FLORENCE — A Pinal County man who snuck drugs into jail after his arrest is getting much less time than he was originally facing.

Marcus Payne, 27, appeared Tuesday in early disposition court to be sentenced in a favorable plea arrangement he made with prosecutors.

Payne, of Oracle, pleaded guilty to four of 20 felony counts against him, including possession of heroin and methamphetamine found in his personal belongings that guards missed when he was booked into the county jail.

His last series of crimes was committed just eight days before he was offered a plea deal from prosecutors. He was sentenced in a total of 20 days from the time he was caught with heroin and methamphetamine at the Pinal County jail.

Payne was sentenced Tuesday to a total of seven years in prison by Pinal County Superior Court Judge Lawrence Wharton followed by five years of supervised probation.

In the agreements, Payne pleaded guilty to possession of a dangerous drug-meth, second-degree burglary, possession of a narcotic drug-heroin, possession of drug paraphernalia and promoting prison contraband-meth.

Based on all of the plea deals, Payne will serve five years in prison under concurrent sentences, two years on the new drug charges that are to be sentenced consecutively with the first sentence, and then five years probation.

Payne could have faced as much as 50 years in prison without the plea deals.

“I know what I did was wrong and I ask you to maybe recommend me to drug treatment,” Payne asked Judge Wharton.

He was also ordered to pay $1,000 in fines and to attend substance abuse counseling while in prison.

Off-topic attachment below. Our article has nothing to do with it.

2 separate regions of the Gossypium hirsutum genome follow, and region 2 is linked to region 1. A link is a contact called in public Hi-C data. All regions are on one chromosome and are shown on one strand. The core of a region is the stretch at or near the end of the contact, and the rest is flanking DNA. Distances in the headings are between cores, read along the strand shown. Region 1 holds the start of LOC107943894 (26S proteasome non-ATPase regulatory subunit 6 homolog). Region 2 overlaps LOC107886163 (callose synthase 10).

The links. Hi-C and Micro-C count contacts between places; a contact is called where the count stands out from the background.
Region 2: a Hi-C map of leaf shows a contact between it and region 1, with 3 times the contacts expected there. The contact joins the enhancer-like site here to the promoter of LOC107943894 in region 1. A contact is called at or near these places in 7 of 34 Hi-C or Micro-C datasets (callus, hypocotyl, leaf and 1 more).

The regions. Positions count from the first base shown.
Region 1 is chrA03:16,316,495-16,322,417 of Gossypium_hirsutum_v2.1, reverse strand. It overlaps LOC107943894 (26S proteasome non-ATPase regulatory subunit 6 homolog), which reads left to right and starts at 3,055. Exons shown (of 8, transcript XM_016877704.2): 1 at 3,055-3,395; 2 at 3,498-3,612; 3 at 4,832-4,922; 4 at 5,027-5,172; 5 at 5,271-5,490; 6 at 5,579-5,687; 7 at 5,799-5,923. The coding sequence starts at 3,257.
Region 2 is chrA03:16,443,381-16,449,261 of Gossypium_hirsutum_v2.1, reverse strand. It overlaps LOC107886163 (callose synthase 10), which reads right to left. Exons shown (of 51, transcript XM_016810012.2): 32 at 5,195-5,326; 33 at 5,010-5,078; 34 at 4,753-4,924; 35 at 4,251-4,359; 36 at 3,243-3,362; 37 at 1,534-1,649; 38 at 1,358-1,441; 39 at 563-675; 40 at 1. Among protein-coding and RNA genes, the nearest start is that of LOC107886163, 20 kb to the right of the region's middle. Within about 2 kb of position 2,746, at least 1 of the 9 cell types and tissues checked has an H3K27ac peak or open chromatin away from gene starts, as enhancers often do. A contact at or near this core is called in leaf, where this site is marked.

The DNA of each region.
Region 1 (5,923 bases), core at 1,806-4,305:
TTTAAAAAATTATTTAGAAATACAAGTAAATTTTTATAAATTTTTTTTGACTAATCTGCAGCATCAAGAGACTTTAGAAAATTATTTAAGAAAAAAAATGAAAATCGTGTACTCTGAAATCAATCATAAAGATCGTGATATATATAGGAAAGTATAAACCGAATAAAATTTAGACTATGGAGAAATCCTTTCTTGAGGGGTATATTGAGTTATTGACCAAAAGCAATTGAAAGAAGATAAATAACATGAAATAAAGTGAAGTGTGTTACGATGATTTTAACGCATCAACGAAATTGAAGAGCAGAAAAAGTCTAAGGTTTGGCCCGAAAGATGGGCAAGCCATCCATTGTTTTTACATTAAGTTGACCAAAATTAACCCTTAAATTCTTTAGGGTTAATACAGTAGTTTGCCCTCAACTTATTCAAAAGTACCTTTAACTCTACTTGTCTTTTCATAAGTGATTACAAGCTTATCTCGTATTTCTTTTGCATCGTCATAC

On July 24, Payne was originally placed in the Pinal County jail charged with three counts of second-degree burglary, two counts of theft and trafficking in stolen property, and four drug charges. On July 29, Payne made a suspicious phone call to his “girlfriend requesting collection of his property that is currently at the Pinal County Adult Detention Center,” according to court records.

During the call he requested that she “pick up all of his property” and that only she be the one who picked it up.

Jail personnel were advised about the call and found heroin and methamphetamine in his personal belongings at the jail.

Still, prosecutors followed through on a plea deal the following day for the majority of his charges and again on Aug. 6 to cover his new charges.

Pinal County Attorney Kent Volkmer said Payne was charged for drugs that officers found on him when he came into the jail and was charged again for the drugs he had in his personal property at the jail.

“We know his criminal history,” Volkmer said. “Primarily he is first, and foremost, a drug addict. All of his behavior is addiction driven.”

The county attorney said a number of plea deals were already in the works when Payne came into the jail.

“They were comfortable moving forward when they were sure that this was the last case he had pending,” Volkmer said of his staff.

Volkmer said the last set of drug charges added about two years to the already negotiated prison sentence in the first series of plea arrangements.

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